This is understandably one of the most desirable places in which to own a property in Italy. Yet with prices of apartments in St Mark’s Square, for instance, routinely changing hands for US$9.75million, many investors have shied away from buying real estate in Venice. As have many locals, in truth, and since the 1950s the city’s population has shrunk by two-thirds to its present 60,000.
Yet there are highly affordable and profitable investment opportunities to be snapped up here – if you look in the right parts of the city. One such area is Dorsoduro, one of Venice’s six sestieri (districts) and a short vaporetto boat ride from St Mark’s Square. Here, just US$360,000 can buy a small, well-appointed apartment. Dorsoduro lacks nothing in upmarket chic as it is home to the Accademia art gallery, the Peggy Guggenheim Museum and a recently opened Punta della Dogana Museum, a major collection of contemporary art on the site of an old 17th century customs house.
Yet it is also a lively, vibrant area – the Ca’ Foscari University is here – and after dark Dorsoduro’s bars and cafés form the centre of Venice’s nightlife. To get more bang for your investment buck, head for the even more affordable Castello, Venice’s largest district, which lies just to the east of St Mark’s Square but is slightly off the well-trodden tourist trail. Here, expect to pay around US$415,000 for a two-bedroom apartment of around 75-80sq m.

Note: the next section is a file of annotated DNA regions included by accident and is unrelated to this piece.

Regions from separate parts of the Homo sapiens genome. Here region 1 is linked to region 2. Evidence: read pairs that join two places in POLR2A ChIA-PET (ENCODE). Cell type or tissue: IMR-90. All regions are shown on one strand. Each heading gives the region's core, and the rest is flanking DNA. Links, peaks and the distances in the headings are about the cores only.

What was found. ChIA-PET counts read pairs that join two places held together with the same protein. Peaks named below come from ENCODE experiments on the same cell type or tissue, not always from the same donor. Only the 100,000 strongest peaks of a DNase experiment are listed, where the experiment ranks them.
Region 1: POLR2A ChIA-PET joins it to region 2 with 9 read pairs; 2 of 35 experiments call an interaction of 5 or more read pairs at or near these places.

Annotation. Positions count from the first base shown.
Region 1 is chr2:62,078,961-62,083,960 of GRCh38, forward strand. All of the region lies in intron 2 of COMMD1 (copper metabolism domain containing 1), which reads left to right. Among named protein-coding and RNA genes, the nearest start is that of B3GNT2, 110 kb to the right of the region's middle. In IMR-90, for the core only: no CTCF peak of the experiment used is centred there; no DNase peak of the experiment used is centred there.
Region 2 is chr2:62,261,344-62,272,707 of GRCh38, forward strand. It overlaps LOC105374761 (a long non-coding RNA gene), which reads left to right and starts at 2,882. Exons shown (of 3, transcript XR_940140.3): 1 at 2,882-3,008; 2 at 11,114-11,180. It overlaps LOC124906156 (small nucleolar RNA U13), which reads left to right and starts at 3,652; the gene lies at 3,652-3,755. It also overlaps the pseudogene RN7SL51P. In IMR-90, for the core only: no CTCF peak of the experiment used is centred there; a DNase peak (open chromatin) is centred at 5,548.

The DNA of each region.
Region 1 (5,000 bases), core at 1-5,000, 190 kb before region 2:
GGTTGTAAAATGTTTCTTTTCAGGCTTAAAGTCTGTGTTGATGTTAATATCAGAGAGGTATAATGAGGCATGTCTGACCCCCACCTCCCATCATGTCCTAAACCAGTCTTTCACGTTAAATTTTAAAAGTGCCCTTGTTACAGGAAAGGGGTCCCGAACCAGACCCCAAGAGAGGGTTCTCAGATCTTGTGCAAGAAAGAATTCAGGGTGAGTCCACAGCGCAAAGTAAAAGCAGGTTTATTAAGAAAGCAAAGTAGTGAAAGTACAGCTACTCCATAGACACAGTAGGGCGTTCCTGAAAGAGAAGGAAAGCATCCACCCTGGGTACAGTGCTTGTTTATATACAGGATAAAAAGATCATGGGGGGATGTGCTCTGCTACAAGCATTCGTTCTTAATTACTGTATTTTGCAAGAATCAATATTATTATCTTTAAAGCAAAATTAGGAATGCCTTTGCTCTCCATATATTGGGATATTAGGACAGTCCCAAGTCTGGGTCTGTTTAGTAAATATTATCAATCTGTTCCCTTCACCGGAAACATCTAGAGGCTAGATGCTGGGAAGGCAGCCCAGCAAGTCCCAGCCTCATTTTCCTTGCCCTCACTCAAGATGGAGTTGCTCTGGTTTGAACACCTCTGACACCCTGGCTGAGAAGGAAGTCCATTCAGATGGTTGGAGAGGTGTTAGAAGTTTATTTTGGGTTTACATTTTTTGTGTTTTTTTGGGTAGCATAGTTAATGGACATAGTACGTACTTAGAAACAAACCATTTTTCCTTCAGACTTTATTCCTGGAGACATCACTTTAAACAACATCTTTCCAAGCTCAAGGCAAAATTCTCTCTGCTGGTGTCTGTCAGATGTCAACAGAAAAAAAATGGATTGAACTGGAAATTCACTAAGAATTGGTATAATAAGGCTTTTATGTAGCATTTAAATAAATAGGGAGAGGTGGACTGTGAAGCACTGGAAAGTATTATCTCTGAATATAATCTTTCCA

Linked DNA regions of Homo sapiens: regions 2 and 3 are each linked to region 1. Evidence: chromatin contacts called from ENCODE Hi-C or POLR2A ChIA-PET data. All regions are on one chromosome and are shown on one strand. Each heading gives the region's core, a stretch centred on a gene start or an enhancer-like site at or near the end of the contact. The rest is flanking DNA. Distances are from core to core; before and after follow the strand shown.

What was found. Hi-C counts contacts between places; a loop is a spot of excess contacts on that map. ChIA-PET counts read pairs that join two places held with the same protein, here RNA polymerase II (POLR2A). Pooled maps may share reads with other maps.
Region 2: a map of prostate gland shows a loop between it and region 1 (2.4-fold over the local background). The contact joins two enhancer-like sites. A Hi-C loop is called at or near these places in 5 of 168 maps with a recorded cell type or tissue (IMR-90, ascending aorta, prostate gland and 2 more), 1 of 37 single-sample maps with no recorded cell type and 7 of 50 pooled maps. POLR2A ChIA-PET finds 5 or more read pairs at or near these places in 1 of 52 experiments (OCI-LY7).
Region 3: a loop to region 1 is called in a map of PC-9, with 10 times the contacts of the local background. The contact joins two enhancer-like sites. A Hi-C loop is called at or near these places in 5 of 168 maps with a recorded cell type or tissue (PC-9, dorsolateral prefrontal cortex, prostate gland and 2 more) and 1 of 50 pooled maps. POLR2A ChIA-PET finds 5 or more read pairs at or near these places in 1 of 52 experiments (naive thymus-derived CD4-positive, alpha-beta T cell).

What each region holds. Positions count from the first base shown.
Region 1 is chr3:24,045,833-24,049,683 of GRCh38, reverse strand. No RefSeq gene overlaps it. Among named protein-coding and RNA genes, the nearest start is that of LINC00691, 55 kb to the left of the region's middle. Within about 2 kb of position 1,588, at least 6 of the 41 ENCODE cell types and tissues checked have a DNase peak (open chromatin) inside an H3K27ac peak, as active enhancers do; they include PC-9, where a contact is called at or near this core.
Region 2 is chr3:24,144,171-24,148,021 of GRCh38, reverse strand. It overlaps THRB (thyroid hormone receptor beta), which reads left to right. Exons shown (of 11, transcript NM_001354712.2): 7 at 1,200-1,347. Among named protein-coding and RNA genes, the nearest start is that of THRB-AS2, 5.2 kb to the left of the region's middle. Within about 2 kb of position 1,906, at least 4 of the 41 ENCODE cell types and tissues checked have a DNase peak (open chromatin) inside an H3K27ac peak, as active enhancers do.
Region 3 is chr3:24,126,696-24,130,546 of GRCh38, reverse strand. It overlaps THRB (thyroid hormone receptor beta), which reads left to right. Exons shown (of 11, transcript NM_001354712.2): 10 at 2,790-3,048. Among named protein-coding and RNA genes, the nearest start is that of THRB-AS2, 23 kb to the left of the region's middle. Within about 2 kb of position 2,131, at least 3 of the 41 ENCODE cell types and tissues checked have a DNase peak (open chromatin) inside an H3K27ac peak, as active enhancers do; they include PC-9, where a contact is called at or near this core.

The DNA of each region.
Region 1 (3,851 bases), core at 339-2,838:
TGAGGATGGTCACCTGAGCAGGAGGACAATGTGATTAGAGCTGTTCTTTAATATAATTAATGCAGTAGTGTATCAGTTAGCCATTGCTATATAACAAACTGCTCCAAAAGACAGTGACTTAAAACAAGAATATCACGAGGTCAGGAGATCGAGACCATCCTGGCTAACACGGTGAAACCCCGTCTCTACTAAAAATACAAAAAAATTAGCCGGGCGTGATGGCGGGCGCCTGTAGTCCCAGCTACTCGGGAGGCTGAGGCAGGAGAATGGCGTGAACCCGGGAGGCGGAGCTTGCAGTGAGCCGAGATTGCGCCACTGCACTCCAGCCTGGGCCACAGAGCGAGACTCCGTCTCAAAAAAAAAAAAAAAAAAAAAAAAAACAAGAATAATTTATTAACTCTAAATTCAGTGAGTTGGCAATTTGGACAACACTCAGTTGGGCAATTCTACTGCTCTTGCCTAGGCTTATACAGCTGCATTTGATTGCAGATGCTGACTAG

The rental yield of property in Venice remains huge. Some 20 million visitors a year beat a path to the city, for its historic architectural splendour as well as popular events such as the carnival in February/March; the Biennale arts festival in summer and autumn; and the Venice Film Festival in August/September. It means there is demand for rental properties almost all year round. In high season, a one-bedroom apartment can fetch from US$1,700 a week, a two-bedroom property around US$2,600 and the most prestigious properties US$8,000-plus.
Alternatively, look farther afield to the outlying isles among the 118 that make up the Venetian archipelago. In Burano, six miles outside the city centre, US$625,000 can secure a house rather than just an apartment. The nearby islands of Tellestrina Chioggia and Torcello are also worth a look. Bear in mind that rental yield will fall the further away from the centre of Venice in which you are.
Another popular option is to look beyond Venice and to the historic towns and cities within the Veneto region, some 45 minutes away by train. They include Verona, one of Veneto’s principal tourist and cultural destinations; Vicenza, a Unesco World Heritage Site; Padova, a lively, attractive and historic university city; and Treviso, renowned for its wine and cuisine. In Treviso and Vicenza, expect to pay around US$350,000 for a two-bedroom town centre apartment.
Padova is possibly the priciest of these towns and an 80sq m two-bedroom apartment will frequently come with a price tag of around US$550,000. Obviously the price falls considerably if you are prepared to take on a restoration project. Explore the surrounding countryside, where in places such as the spa resort of Abano Terme US$350,000 can stretch to a spacious three-bedroom home.